One year ago, the U.S. economy was moribund with the cascading effects of the financial crisis, and auto sales were in a deep freeze. In the first month of 2010, auto sales aren't quite as bad, bouncing back a modest 6% from last January's total. Depressingly, that's less than half the year-over-year uptick seen last month: December sales saw a surprisingly healthy 15% increase over the grim prior year. One possible explanation for the weaker January numbers is that December sales were goosed by carmakers' traditional year-end sell-a-thon.
With unemployment stubbornly high -- and those who are still employed jittery about their job security given the layoff-happy mindset prevalent among corporate chieftans today -- consumers are loath to take the new-car plunge without a compelling financial enticement. But automakers, particularly the Detroit three, have (finally!) weaned themselves from overproduction, so inventories are at historic lows and there is little urgency to sweeten the pot for consumers by plopping a big pile of cash on the hood. Luxury-car buyers, meanwhile, may be less constrained by ability to pay than by a desire to avoid flashy purchases.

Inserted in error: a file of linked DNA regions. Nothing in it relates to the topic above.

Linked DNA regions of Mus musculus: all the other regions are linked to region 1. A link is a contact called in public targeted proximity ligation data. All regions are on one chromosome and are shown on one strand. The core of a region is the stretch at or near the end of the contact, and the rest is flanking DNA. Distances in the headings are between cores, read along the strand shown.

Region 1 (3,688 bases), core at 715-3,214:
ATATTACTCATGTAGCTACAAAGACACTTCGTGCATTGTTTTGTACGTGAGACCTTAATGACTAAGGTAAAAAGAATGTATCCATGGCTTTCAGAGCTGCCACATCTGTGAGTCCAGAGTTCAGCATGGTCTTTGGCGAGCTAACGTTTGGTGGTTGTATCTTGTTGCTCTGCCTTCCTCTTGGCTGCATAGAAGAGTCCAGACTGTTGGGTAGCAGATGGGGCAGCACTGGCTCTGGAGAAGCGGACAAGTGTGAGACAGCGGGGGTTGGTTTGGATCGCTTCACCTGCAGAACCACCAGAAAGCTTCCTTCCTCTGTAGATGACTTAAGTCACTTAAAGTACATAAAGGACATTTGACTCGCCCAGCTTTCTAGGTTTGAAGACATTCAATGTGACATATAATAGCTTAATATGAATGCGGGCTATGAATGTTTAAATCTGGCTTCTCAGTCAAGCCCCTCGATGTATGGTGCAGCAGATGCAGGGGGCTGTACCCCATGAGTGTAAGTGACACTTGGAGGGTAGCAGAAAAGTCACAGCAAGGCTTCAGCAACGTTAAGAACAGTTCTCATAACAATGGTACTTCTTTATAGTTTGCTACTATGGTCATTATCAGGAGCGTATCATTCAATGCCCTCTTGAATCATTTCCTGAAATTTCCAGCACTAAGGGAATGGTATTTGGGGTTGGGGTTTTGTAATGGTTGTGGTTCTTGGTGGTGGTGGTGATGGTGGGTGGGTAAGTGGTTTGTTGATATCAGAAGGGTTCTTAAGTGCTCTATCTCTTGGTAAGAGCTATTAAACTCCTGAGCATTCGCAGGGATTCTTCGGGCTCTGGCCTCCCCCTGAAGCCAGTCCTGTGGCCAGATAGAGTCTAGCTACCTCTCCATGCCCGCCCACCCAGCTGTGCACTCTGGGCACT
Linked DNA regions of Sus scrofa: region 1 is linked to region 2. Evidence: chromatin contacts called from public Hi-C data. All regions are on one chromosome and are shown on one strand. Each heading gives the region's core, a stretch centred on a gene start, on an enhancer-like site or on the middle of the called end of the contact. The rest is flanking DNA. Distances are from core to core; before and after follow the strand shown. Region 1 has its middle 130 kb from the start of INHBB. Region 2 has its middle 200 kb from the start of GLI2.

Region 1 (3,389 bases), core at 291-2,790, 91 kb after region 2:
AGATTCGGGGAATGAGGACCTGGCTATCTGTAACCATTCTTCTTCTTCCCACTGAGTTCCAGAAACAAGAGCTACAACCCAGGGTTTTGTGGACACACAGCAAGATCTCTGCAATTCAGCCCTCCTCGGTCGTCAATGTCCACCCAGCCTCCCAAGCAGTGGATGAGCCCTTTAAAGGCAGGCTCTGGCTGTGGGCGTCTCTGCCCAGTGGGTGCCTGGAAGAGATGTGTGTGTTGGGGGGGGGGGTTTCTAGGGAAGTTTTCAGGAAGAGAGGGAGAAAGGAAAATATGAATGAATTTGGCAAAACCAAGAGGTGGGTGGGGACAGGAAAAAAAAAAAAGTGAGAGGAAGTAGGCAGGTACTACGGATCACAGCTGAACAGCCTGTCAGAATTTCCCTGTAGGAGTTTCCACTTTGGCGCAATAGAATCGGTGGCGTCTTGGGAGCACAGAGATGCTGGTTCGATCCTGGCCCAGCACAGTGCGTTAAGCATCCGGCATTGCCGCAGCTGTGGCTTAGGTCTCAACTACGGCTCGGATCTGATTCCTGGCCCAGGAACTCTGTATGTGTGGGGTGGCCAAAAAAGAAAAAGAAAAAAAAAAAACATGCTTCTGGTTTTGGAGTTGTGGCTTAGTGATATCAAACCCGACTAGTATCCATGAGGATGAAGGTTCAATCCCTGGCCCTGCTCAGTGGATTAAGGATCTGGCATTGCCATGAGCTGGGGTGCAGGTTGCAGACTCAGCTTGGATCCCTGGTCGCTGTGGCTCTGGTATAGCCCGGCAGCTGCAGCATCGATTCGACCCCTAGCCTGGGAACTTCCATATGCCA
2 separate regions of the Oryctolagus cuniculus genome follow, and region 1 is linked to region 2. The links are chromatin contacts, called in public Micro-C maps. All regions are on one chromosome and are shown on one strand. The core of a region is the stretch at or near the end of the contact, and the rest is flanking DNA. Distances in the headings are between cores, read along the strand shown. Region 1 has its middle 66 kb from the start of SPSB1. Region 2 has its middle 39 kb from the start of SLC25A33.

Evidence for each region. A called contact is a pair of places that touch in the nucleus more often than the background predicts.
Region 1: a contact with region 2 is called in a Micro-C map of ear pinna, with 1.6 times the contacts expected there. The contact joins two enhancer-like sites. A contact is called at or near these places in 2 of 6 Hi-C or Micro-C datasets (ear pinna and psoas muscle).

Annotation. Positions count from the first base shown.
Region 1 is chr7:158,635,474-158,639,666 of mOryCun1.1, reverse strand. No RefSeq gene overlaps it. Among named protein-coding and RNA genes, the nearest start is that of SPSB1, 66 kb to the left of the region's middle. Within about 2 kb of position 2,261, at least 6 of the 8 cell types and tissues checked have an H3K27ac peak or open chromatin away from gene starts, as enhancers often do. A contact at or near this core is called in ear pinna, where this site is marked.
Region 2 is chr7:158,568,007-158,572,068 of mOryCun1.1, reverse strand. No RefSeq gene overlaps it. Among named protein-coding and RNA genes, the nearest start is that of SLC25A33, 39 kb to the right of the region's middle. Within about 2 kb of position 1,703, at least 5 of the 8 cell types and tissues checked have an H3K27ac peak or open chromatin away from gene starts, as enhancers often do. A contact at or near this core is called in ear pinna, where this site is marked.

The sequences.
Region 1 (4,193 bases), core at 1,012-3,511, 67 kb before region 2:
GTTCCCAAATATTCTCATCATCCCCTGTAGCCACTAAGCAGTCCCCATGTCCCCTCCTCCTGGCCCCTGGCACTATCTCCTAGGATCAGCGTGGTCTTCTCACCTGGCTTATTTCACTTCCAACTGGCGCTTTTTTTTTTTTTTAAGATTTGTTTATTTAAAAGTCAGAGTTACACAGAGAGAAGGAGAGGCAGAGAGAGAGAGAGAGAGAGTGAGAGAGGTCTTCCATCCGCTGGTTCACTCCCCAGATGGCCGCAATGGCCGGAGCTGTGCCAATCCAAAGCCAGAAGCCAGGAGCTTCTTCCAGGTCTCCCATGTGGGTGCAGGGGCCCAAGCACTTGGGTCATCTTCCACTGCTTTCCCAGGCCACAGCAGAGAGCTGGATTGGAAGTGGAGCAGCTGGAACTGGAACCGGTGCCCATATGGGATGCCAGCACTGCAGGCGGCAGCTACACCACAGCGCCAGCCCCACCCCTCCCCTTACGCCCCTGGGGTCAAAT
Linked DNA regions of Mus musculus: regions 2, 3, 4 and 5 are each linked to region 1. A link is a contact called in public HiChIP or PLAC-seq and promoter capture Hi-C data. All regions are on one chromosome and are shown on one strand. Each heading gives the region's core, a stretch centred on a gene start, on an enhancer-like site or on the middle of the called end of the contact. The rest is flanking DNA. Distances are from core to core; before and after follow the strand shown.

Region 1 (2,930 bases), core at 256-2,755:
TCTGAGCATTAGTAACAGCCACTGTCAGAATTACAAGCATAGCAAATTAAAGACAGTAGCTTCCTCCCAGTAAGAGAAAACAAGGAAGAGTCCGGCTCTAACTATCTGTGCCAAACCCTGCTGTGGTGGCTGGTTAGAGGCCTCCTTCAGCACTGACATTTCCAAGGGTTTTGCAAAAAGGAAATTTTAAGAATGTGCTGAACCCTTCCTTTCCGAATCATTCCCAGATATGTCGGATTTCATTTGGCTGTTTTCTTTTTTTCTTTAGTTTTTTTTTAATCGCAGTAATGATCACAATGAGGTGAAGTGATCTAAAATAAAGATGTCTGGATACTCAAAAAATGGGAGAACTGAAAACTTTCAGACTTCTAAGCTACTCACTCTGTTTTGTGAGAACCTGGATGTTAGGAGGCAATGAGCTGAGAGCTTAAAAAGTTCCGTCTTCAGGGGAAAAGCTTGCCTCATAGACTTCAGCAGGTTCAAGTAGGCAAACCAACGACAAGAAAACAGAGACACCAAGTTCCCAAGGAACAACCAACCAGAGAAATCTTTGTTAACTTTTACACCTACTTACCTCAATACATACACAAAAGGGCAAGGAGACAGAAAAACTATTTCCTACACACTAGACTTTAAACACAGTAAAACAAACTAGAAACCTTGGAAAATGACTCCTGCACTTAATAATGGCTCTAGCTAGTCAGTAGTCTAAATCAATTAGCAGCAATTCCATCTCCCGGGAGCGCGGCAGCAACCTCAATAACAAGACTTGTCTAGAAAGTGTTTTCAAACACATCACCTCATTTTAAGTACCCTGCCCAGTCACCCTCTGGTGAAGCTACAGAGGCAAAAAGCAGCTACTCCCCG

Without a lot of extra incentives, January's modest gain over last year is probably a better indicator of the actual health of the auto market than December's comparatively rosy outlook.